Director: J.C. Chandor
Cast: Robert Redford
Release Date: October 25th, 2013
It is a tricky proposition. With little dialogue and the cast consisting of one man— a well-cast Robert Redford— the film All is Lost relies on solid acting skills and great visuals to keep it afloat. Fortunately, cheap Redford delivers a strong performance and the visuals are beautiful but the story’s 106-minute running time does bog this new drama down a bit.
The plot is surprisingly simple yet difficult to explain. As the story begins, Redford’s character — whose name is never disclosed— is composing a letter as he sails in the middle of the Indian Ocean. “I think you can all agree that I tried,” he notes flatly in a voice-over before the film flashes back to the harrowing journey that brought him to the brink of despair.
For most of its running time, audiences will simply watch Redford as he struggles to survive on a small but seemingly comfortable boat. At first, the issues he faces seem minor—at least in his eyes. When his boat springs a leak, many would panic and frantically seek to plug it. The main character here though meticulously works to close it but believes that the boat can be repaired. There’s even a beautiful scene here of the character sleeping on a hammock as water slides back and forth a few feet beneath him.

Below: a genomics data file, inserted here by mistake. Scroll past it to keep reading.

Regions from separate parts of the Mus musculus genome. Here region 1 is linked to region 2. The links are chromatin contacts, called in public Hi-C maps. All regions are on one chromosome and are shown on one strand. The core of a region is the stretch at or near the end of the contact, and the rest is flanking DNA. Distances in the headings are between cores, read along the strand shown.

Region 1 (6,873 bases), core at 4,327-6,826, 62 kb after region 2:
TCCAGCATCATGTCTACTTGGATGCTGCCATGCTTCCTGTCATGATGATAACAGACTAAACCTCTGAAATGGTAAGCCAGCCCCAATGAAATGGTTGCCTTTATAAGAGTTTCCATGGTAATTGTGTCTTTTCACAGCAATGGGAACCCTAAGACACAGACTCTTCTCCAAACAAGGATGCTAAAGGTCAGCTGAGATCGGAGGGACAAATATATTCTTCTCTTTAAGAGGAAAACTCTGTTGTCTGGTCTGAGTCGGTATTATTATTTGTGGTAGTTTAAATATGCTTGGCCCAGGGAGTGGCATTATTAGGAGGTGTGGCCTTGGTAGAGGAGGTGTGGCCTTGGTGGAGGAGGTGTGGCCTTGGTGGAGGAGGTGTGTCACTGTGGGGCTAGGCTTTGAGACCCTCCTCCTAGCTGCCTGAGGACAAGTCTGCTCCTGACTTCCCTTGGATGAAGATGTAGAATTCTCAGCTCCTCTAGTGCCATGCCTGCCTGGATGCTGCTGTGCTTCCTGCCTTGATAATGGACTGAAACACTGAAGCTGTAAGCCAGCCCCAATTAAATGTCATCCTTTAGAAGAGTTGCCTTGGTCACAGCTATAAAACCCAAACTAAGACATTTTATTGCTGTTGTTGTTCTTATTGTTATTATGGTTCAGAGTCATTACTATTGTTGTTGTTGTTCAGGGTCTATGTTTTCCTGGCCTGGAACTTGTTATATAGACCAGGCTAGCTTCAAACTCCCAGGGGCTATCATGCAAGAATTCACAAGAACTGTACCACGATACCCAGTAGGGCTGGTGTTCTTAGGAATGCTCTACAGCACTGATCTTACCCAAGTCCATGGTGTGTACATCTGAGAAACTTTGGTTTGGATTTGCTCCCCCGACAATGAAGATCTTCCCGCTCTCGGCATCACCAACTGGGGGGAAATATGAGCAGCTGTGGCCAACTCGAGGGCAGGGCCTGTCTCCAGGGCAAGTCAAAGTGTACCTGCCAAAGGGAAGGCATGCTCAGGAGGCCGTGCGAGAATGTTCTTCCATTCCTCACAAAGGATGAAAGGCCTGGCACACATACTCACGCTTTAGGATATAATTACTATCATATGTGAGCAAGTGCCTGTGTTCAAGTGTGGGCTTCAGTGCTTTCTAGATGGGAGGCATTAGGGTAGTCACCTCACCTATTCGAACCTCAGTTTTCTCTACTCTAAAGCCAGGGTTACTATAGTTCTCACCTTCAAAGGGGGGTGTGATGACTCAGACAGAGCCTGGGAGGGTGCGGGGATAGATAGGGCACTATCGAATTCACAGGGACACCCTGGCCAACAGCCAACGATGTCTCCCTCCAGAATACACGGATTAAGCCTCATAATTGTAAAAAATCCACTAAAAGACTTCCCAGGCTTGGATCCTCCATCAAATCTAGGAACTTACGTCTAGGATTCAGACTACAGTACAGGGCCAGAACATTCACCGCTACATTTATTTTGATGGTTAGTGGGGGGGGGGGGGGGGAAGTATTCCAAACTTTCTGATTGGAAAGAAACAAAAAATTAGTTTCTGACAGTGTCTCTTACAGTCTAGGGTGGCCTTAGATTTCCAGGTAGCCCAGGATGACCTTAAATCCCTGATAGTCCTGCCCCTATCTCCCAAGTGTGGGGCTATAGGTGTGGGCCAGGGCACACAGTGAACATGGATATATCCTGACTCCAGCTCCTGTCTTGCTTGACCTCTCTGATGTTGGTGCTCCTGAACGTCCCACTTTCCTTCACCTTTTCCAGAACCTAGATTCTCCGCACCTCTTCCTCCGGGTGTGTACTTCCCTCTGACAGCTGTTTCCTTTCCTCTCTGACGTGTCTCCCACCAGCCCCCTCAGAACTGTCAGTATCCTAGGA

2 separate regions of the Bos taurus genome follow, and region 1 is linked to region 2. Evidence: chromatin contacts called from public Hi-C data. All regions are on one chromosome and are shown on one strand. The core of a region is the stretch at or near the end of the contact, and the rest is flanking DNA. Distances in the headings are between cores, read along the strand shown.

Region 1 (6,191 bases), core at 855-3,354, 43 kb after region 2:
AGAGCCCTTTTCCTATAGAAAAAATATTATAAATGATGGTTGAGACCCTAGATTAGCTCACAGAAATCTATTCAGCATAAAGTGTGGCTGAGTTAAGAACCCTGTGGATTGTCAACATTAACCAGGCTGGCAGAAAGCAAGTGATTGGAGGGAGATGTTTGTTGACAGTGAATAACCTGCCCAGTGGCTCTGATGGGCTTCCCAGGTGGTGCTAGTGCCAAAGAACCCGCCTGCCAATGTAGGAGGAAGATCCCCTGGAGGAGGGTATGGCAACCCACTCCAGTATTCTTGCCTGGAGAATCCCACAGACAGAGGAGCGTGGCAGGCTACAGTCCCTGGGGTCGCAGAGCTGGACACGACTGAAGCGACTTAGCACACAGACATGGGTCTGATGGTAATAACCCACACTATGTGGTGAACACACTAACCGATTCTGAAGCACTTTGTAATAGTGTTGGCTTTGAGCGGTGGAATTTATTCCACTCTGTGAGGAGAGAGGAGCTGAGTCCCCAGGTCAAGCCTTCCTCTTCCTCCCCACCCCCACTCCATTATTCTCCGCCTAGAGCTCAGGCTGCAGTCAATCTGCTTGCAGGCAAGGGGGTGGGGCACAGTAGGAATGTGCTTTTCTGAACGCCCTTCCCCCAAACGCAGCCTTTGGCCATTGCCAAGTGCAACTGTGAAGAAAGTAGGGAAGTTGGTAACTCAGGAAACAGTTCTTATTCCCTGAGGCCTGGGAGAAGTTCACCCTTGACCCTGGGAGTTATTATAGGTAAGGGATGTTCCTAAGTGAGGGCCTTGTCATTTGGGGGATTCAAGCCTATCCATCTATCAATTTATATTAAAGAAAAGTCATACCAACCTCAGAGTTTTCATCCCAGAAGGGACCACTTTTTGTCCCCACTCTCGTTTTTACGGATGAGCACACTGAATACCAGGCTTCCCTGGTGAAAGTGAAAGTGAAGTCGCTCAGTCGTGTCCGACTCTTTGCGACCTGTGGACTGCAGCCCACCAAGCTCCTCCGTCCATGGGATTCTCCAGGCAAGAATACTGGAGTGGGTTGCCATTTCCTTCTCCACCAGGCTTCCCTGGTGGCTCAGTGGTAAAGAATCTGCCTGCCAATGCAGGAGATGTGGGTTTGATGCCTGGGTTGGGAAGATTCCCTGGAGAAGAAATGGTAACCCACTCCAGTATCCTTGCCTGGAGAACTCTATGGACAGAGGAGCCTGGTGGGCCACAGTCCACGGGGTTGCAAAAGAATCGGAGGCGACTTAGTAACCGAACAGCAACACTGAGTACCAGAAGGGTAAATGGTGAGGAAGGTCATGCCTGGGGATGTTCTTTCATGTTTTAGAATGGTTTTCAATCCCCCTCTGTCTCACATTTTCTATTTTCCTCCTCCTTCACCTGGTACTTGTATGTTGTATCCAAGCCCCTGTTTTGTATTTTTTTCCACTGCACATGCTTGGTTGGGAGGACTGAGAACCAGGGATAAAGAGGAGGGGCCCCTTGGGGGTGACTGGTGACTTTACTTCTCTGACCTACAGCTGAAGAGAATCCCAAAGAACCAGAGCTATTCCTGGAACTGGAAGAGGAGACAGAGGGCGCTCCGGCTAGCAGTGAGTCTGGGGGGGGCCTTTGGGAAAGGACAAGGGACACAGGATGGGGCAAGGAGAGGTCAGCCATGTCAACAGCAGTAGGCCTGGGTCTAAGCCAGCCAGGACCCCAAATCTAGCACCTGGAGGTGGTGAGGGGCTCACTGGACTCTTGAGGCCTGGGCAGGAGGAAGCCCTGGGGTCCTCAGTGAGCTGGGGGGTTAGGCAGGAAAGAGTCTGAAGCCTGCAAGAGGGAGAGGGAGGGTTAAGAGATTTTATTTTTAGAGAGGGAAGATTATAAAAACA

He’s not panicked. The character knows what he’s doing. So does Redford.
Redford plays his character here as only a distinguished actor here could. In his facial expressions, we watch as the lonely man fights against the odds to stay afloat. At times, his confidence shines through— a minor leak is survivable, he seems to be thinking— but at other times, we watch as his spirit slowly comes to grips with the enormity of the situation.
Writer/ director J.C. Chandor—who previously helmed the underrated Margin Call— clearly knows what he’s doing here and seemingly embraces the small scope of this motion picture. With beautiful cinematography and great shots, All is Lost captures both the breathtaking power of nature and its uncontrollable ability to inflict damage on those who stand in its way.
Despite the story’s strengths though, its limitations do prevent it from succeeding on a larger level. With little dialogue and no background on the main character, it’s hard to care for him even when he’s in obvious peril. Additionally, because he’s the only character around, it’s oftentimes hard to figure out what exactly he’s doing (including a lifeboat incident late in the story).
All is Lost succeeds to a certain experimental extent and I would consider it solid viewing for film fans but others– looking for a more exciting experience– should steer clear.
Review by: John Hanlon